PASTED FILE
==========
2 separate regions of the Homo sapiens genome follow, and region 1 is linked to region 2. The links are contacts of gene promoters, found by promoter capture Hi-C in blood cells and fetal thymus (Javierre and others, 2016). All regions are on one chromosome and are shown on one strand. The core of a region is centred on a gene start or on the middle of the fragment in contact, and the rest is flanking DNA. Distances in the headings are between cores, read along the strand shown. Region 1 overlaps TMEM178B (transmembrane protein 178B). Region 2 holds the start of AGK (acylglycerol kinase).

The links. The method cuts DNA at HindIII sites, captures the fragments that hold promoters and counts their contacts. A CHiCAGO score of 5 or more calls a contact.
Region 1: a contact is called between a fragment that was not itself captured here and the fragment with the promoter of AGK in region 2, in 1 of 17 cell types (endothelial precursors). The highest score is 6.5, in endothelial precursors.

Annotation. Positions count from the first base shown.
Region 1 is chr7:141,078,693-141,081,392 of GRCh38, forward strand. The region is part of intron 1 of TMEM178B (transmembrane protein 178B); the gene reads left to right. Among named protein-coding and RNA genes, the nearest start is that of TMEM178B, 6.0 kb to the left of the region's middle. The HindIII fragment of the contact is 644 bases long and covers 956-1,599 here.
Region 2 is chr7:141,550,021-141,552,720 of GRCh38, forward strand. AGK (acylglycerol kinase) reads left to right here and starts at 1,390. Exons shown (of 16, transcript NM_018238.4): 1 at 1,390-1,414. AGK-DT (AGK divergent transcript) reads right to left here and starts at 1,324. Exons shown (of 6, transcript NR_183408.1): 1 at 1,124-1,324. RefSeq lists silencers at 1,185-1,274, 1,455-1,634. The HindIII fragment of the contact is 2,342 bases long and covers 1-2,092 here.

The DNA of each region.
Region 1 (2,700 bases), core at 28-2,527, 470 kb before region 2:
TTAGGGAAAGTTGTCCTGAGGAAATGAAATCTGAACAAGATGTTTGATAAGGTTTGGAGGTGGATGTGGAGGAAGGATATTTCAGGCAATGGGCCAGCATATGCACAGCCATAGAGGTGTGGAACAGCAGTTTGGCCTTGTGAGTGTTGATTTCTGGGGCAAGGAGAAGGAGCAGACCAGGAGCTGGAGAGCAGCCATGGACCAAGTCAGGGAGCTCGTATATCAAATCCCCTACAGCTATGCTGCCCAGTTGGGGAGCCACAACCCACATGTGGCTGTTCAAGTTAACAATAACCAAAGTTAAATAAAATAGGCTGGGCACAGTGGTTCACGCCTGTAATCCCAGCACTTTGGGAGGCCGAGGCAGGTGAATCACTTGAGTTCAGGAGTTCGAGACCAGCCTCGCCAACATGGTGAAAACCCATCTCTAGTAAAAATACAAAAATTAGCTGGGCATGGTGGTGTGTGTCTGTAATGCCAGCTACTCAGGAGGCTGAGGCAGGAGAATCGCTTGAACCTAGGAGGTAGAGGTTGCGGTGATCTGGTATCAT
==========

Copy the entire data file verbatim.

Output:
2 separate regions of the Homo sapiens genome follow, and region 1 is linked to region 2. The links are contacts of gene promoters, found by promoter capture Hi-C in blood cells and fetal thymus (Javierre and others, 2016). All regions are on one chromosome and are shown on one strand. The core of a region is centred on a gene start or on the middle of the fragment in contact, and the rest is flanking DNA. Distances in the headings are between cores, read along the strand shown. Region 1 overlaps TMEM178B (transmembrane protein 178B). Region 2 holds the start of AGK (acylglycerol kinase).

The links. The method cuts DNA at HindIII sites, captures the fragments that hold promoters and counts their contacts. A CHiCAGO score of 5 or more calls a contact.
Region 1: a contact is called between a fragment that was not itself captured here and the fragment with the promoter of AGK in region 2, in 1 of 17 cell types (endothelial precursors). The highest score is 6.5, in endothelial precursors.

Annotation. Positions count from the first base shown.
Region 1 is chr7:141,078,693-141,081,392 of GRCh38, forward strand. The region is part of intron 1 of TMEM178B (transmembrane protein 178B); the gene reads left to right. Among named protein-coding and RNA genes, the nearest start is that of TMEM178B, 6.0 kb to the left of the region's middle. The HindIII fragment of the contact is 644 bases long and covers 956-1,599 here.
Region 2 is chr7:141,550,021-141,552,720 of GRCh38, forward strand. AGK (acylglycerol kinase) reads left to right here and starts at 1,390. Exons shown (of 16, transcript NM_018238.4): 1 at 1,390-1,414. AGK-DT (AGK divergent transcript) reads right to left here and starts at 1,324. Exons shown (of 6, transcript NR_183408.1): 1 at 1,124-1,324. RefSeq lists silencers at 1,185-1,274, 1,455-1,634. The HindIII fragment of the contact is 2,342 bases long and covers 1-2,092 here.

The DNA of each region.
Region 1 (2,700 bases), core at 28-2,527, 470 kb before region 2:
TTAGGGAAAGTTGTCCTGAGGAAATGAAATCTGAACAAGATGTTTGATAAGGTTTGGAGGTGGATGTGGAGGAAGGATATTTCAGGCAATGGGCCAGCATATGCACAGCCATAGAGGTGTGGAACAGCAGTTTGGCCTTGTGAGTGTTGATTTCTGGGGCAAGGAGAAGGAGCAGACCAGGAGCTGGAGAGCAGCCATGGACCAAGTCAGGGAGCTCGTATATCAAATCCCCTACAGCTATGCTGCCCAGTTGGGGAGCCACAACCCACATGTGGCTGTTCAAGTTAACAATAACCAAAGTTAAATAAAATAGGCTGGGCACAGTGGTTCACGCCTGTAATCCCAGCACTTTGGGAGGCCGAGGCAGGTGAATCACTTGAGTTCAGGAGTTCGAGACCAGCCTCGCCAACATGGTGAAAACCCATCTCTAGTAAAAATACAAAAATTAGCTGGGCATGGTGGTGTGTGTCTGTAATGCCAGCTACTCAGGAGGCTGAGGCAGGAGAATCGCTTGAACCTAGGAGGTAGAGGTTGCGGTGATCTGGTATCAT